When art changes hands, the associated histories of selection, purchase, loan and display are lost. What often remains is only a “provenance,” which reveals nothing about the passion or energy associated with art-buying and collection-building. Sometimes collector stories are documented in film, like that of the “proletarian art collectors,” Dorothy and Herbert Vogel. Occasionally, we are rewarded with an award-winning catalog and exhibition of a collector’s history, like Jennifer Farrell’s Get There First, Decide Promptly: The Richard Brown Baker Collection.

In the United States, there are two major repositories for collector histories, papers and ephemera: The Smithsonian Institution’s Archives of American Art and The Center for the History of Collecting at The Frick Art Reference Library. (Of course, there are repositories at colleges and universities, private and public libraries and museums.) There are also several online “destinations” where collectors can upload, manage and maintain their art inventories, but they are not proprietary platforms.

Institutional archives and repositories are often stretched to their limits. They have to be selective about which collector histories they accept, organize and maintain. Internet-based collector platforms are particularly problematic. They promise “privacy,” yet they encourage visibility and public access to on-line collections, revealing ownership. We underscore confidentiality in our services and in the management of collector data and biographies.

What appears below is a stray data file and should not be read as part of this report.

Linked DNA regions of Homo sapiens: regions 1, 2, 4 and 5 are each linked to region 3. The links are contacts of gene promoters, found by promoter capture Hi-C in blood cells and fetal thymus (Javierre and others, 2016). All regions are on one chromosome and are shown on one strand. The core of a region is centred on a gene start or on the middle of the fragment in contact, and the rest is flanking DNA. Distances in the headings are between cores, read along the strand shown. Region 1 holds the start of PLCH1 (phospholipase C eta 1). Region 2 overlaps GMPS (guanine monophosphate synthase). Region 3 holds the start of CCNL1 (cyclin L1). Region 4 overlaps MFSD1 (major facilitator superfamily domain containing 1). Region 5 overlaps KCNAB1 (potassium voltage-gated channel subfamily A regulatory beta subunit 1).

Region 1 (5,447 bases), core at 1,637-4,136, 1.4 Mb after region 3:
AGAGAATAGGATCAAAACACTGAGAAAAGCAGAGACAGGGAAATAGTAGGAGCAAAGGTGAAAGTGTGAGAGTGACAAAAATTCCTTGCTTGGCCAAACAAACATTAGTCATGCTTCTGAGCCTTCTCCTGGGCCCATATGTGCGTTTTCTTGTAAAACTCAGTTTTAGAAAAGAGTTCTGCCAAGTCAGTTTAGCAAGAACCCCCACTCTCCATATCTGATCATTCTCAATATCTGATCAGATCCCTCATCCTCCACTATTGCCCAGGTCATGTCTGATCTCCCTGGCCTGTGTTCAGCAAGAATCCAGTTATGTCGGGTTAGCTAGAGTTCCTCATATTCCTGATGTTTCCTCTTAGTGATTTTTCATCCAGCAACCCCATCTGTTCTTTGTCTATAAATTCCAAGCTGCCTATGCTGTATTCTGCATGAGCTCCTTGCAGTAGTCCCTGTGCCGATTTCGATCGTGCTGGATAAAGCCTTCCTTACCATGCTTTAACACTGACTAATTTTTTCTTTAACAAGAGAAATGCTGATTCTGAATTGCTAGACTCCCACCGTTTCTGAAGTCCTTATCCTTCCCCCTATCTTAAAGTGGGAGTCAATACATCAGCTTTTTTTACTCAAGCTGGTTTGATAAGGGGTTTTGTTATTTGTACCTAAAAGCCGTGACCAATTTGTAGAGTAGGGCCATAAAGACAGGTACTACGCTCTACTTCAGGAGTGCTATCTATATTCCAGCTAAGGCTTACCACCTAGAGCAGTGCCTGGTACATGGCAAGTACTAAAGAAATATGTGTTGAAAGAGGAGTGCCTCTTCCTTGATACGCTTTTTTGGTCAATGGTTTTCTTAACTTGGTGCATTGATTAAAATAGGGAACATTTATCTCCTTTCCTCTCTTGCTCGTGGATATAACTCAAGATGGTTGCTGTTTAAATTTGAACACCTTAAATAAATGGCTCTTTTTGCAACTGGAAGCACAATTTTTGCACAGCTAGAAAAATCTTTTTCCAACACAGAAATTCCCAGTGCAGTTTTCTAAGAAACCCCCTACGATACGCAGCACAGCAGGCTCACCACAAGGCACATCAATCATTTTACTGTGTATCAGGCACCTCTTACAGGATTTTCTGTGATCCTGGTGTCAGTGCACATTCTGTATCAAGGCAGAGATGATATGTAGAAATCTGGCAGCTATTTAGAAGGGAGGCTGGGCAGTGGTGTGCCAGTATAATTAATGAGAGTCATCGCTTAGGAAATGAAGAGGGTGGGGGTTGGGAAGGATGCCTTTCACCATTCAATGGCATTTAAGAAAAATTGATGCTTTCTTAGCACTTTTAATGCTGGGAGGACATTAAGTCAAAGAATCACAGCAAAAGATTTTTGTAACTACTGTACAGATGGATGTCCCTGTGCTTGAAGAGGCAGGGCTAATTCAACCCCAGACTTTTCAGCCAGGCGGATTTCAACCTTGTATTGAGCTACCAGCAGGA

Gregory Linn and Clayton Press, partners in linn press, specialists in contemporary art, lead the specific histories project. We began collecting art in 1980. In our personal estate planning, we have negotiated the transfer of our art collection and library to The Metropolitan Museum of Art and The Art Institute of Chicago. In parallel, we have developed a detailed electronic collection database and organized our bibliographic, paper and digital archives. Our personal history as collectors is titled The Future is Filled with Opportunities, borrowing its name from a multimedia sculpture by Jason Rhoades, an artist who played a significant role in our lives.

Reena Spaulings,  Advisors (detail of 14 paintings) , 2016.

Reena Spaulings, Advisors (detail of 14 paintings), 2016.